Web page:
The business of Indo-Pak trade

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The Indo-Pak trade normalisation process has maintained its steam for the past 18 months or so. The upcoming formalisation of the MFN status to India early next year is expected to set aside recent signs of inactivity. The convoluted nature of Pakistans political economy kept it for 16 years from reciprocating the MFN status to India. And now it increasingly appears that there is a political economy to this bilateral trade normalization process as well.

The current quantum of trade between India and Pakistan is said to be less than a quarter of the potential. Due to trading restrictions and tariff measures, most of the indirect and unaccounted for trade (origin and destination of which is India and Pakistan) is routed through the GCC countries. For the two billion dollars of bilateral trade in FY12, India is favoured 80:20 in terms of exports.

The political economy of trade is obvious in the non-tariff barriers (NTBs) experienced by Pakistani exporters, which some available literature suggests are not Pakistan-specific per se. While that may be somewhat true for standards, certification and QoS benchmarks, Pakistani exporters refer to significant NTBs that exist in areas like border coordination and facilitation, logistics, and infrastructure availability on the ports.

Indias is still a protectionist regime, independent economists say, and refer to Indias trade restrictions that have also been criticized by the authorities in the United States and EEA region. This restrictiveness is also apparent in IMFs Trade Restrictiveness Index, as it is placed seventh (on a scale of 1 to 10), compared to Pakistan at six.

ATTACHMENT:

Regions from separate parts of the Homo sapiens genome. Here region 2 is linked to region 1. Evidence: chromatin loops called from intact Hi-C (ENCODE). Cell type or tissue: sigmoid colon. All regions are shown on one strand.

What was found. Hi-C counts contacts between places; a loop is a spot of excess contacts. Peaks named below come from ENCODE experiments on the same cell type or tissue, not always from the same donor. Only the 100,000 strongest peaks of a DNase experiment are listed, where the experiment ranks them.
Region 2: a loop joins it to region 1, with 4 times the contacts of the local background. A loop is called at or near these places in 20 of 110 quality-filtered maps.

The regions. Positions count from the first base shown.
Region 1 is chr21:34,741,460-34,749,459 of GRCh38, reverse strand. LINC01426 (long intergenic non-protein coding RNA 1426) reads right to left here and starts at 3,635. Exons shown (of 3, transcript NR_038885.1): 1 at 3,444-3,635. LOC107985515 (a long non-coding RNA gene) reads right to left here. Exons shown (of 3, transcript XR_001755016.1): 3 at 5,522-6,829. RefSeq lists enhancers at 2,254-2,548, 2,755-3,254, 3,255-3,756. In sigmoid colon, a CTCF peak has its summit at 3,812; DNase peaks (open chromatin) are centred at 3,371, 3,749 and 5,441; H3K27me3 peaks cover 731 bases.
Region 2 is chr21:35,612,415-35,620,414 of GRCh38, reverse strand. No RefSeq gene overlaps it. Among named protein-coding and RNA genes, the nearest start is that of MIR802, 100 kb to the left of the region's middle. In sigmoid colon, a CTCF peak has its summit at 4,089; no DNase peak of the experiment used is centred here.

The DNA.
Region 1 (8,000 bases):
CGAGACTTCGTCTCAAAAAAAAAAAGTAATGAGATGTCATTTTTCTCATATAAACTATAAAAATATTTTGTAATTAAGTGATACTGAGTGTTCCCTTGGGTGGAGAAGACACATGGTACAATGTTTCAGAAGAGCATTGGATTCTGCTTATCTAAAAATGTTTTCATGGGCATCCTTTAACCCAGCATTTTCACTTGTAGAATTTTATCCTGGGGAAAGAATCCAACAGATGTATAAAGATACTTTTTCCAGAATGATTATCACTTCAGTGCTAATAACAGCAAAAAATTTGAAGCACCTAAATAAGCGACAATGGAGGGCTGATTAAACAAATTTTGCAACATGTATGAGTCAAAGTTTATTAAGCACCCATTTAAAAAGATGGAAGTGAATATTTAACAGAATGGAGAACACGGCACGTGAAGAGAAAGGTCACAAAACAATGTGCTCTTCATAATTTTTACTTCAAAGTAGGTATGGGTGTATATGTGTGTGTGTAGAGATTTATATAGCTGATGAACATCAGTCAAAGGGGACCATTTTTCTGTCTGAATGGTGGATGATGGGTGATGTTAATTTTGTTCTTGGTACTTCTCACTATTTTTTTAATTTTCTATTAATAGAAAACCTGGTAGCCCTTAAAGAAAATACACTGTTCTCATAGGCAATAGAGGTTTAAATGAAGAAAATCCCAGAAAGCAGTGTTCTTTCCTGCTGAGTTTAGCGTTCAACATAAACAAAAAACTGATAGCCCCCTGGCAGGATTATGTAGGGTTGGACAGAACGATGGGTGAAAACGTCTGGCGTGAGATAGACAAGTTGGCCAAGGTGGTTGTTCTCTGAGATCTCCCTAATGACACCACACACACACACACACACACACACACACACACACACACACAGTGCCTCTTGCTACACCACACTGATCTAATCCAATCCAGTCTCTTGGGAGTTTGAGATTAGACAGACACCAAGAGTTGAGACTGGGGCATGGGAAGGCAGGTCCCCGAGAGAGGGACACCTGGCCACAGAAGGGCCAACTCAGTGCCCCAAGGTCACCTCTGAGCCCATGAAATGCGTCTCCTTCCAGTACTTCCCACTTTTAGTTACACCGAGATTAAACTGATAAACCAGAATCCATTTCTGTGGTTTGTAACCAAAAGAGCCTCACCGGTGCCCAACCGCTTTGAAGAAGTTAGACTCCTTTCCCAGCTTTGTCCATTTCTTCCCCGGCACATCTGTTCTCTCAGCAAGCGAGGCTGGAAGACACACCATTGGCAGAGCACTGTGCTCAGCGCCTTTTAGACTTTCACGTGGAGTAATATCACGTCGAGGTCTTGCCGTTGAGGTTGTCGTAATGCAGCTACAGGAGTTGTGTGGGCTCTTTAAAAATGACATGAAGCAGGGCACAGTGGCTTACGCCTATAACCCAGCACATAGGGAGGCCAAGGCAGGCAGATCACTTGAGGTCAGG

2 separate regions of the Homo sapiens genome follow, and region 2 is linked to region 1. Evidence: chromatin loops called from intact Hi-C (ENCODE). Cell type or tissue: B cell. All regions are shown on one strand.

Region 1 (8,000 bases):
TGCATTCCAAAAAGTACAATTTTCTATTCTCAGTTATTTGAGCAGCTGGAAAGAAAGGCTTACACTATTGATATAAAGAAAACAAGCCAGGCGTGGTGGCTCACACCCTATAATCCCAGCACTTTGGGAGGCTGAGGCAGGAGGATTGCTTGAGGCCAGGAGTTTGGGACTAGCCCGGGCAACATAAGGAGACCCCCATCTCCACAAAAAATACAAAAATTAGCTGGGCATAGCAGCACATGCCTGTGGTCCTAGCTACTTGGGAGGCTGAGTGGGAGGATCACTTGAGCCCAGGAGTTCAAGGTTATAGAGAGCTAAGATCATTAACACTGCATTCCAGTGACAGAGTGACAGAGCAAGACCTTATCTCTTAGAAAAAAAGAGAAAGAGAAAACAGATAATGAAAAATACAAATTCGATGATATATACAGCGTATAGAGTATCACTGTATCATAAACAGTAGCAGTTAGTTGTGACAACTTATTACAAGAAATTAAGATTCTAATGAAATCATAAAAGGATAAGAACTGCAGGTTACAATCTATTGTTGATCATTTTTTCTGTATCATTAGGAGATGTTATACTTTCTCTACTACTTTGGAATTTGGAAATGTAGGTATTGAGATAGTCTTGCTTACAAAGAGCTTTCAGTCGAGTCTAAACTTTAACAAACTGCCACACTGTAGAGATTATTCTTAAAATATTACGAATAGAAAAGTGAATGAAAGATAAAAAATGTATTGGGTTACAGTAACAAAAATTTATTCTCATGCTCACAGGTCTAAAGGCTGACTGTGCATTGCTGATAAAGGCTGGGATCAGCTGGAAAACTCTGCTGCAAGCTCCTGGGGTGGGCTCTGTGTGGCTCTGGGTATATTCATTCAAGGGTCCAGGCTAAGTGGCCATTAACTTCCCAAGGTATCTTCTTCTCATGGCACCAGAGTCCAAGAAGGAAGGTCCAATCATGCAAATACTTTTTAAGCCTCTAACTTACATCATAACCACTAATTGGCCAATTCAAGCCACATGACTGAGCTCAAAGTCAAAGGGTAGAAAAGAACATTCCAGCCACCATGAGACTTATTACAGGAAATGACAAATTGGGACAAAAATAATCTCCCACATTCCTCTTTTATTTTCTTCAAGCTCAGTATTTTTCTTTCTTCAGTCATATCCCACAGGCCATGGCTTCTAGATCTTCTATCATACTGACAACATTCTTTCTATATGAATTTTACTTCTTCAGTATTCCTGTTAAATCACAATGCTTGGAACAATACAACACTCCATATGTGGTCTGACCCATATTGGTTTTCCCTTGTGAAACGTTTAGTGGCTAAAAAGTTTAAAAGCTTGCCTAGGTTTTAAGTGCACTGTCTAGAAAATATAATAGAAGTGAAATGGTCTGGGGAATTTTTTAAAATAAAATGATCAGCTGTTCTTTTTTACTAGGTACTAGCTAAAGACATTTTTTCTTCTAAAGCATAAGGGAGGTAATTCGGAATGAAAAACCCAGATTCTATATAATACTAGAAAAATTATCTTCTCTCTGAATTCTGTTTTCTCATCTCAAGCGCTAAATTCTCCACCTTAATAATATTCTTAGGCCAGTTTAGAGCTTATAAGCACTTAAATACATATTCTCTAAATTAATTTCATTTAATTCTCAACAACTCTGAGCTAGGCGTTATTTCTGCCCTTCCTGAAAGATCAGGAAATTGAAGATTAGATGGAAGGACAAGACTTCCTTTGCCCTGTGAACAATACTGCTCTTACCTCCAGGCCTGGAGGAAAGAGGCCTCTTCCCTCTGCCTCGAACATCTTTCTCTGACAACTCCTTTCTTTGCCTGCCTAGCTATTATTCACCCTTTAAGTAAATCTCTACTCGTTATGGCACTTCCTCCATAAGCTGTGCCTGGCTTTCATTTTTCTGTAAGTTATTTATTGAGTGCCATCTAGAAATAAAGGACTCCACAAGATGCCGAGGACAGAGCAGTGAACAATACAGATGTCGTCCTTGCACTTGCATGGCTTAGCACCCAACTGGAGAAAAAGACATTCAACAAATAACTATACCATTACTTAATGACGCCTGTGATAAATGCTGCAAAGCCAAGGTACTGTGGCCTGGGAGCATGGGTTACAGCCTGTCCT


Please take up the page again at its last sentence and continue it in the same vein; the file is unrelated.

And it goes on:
Exporters complain that there are over two dozen technical and standards organisations in India, at the centre and state levels, which operate under an ecosystem of myriad rules and regulations enforced by a plethora of actors. Other than the sector-specific NTBs, the NTBs highlighted by Pakistani exporters from various sectors and industries can be broadly segmented into these three groups.

Firstly there are the quality certifications, technical standards, laboratory testing and accreditations. Secondly, there are gaps in trade infrastructure, logistical constraints, limited (or lack of) warehousing and cold storage facilities on the border. Thirdly bureaucratic delays are cited due to the Indian Customs and clearance holdups.

The public sector has to play the lead role in the resolution or easing of some of the most significant NTBs. Some progress has been made, which must be appreciated. The Ministerial Working Groups, led by the Ministries of Commerce on both sides, having private sector representations, were able to increase the trading hours at the Wagha-Atari border from four hours to eight hours. Moreover, the documentation for mandatory intelligence agencies clearance has been reduced.

A perpetual state of cold war and hostility is unsustainable. Trading in goods and services, and people-to-people contact at different levels will help thaw the ice and improve lives on both sides of the border. However, some informed observers terms it a tall order to overcome Indias systemic structure of imports restrictions and its indifference to trade policy harmonisation within Saarc.

Yet such trade normalisation efforts are unprecedented, which therefore need to be sustained and deepened. More importantly, NTBs shouldn turn into a bogey to shun trade normalisation with India. Despite the NTBs, Pakistani businesses must keep on trading. After all, the Chinese companies have weathered the same obstacles in last 10 years, and today they are exporting more than 60 billion dollars worth of goods to India.

Courtesy: Business Recorder


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